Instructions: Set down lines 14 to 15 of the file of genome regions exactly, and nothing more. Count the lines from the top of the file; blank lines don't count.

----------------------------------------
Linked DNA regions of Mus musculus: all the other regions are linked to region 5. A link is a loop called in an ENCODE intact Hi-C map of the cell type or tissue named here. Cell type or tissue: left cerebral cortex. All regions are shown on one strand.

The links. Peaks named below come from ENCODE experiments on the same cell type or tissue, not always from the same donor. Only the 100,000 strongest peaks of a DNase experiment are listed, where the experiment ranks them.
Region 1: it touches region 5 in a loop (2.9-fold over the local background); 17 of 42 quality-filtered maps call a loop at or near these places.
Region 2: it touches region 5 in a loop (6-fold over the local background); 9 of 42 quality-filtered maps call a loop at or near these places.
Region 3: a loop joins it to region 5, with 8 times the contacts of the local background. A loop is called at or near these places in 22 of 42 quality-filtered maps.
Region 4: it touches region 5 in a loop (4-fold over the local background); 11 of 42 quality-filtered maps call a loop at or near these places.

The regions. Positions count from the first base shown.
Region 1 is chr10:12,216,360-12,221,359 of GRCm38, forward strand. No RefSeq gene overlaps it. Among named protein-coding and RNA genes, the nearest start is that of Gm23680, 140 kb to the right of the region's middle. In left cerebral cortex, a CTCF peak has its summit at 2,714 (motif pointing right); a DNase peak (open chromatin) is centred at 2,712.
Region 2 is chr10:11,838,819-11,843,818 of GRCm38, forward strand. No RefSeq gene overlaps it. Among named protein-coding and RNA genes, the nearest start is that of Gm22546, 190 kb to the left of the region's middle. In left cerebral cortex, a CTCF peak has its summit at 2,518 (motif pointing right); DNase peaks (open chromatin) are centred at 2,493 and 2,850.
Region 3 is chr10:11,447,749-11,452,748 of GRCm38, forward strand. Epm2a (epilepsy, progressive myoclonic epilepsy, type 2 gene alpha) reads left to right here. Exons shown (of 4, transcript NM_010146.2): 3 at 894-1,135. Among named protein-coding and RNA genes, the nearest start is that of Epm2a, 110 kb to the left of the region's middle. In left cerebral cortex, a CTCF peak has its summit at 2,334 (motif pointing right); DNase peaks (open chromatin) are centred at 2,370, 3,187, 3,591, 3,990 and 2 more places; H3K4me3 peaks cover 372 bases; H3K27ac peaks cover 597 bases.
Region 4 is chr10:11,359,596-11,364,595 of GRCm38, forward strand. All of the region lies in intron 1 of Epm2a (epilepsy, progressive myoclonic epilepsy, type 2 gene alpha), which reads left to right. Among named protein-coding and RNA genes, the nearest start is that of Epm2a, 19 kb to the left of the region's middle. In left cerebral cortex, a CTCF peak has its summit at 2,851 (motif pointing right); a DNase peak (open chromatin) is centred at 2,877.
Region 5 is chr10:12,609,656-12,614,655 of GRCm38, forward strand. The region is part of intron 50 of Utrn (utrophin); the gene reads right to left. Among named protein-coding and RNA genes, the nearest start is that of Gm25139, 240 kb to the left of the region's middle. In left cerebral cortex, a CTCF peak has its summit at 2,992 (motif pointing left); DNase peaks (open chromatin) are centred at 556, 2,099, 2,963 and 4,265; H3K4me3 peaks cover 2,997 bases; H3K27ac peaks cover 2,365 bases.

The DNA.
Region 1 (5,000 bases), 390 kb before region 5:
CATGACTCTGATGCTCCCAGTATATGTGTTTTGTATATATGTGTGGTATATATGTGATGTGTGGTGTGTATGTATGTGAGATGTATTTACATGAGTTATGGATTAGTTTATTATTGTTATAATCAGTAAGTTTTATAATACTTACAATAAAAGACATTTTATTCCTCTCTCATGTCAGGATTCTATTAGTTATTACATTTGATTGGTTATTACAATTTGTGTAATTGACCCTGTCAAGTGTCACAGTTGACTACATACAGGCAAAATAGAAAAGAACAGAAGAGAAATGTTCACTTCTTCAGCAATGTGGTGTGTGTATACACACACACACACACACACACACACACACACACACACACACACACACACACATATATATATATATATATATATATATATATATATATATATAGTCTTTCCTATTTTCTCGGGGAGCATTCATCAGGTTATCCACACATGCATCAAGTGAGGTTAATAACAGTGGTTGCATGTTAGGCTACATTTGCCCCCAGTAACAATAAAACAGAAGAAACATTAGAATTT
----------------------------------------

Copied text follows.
Region 1 (5,000 bases), 390 kb before region 5:
CATGACTCTGATGCTCCCAGTATATGTGTTTTGTATATATGTGTGGTATATATGTGATGTGTGGTGTGTATGTATGTGAGATGTATTTACATGAGTTATGGATTAGTTTATTATTGTTATAATCAGTAAGTTTTATAATACTTACAATAAAAGACATTTTATTCCTCTCTCATGTCAGGATTCTATTAGTTATTACATTTGATTGGTTATTACAATTTGTGTAATTGACCCTGTCAAGTGTCACAGTTGACTACATACAGGCAAAATAGAAAAGAACAGAAGAGAAATGTTCACTTCTTCAGCAATGTGGTGTGTGTATACACACACACACACACACACACACACACACACACACACACACACACACACACATATATATATATATATATATATATATATATATATATATATAGTCTTTCCTATTTTCTCGGGGAGCATTCATCAGGTTATCCACACATGCATCAAGTGAGGTTAATAACAGTGGTTGCATGTTAGGCTACATTTGCCCCCAGTAACAATAAAACAGAAGAAACATTAGAATTT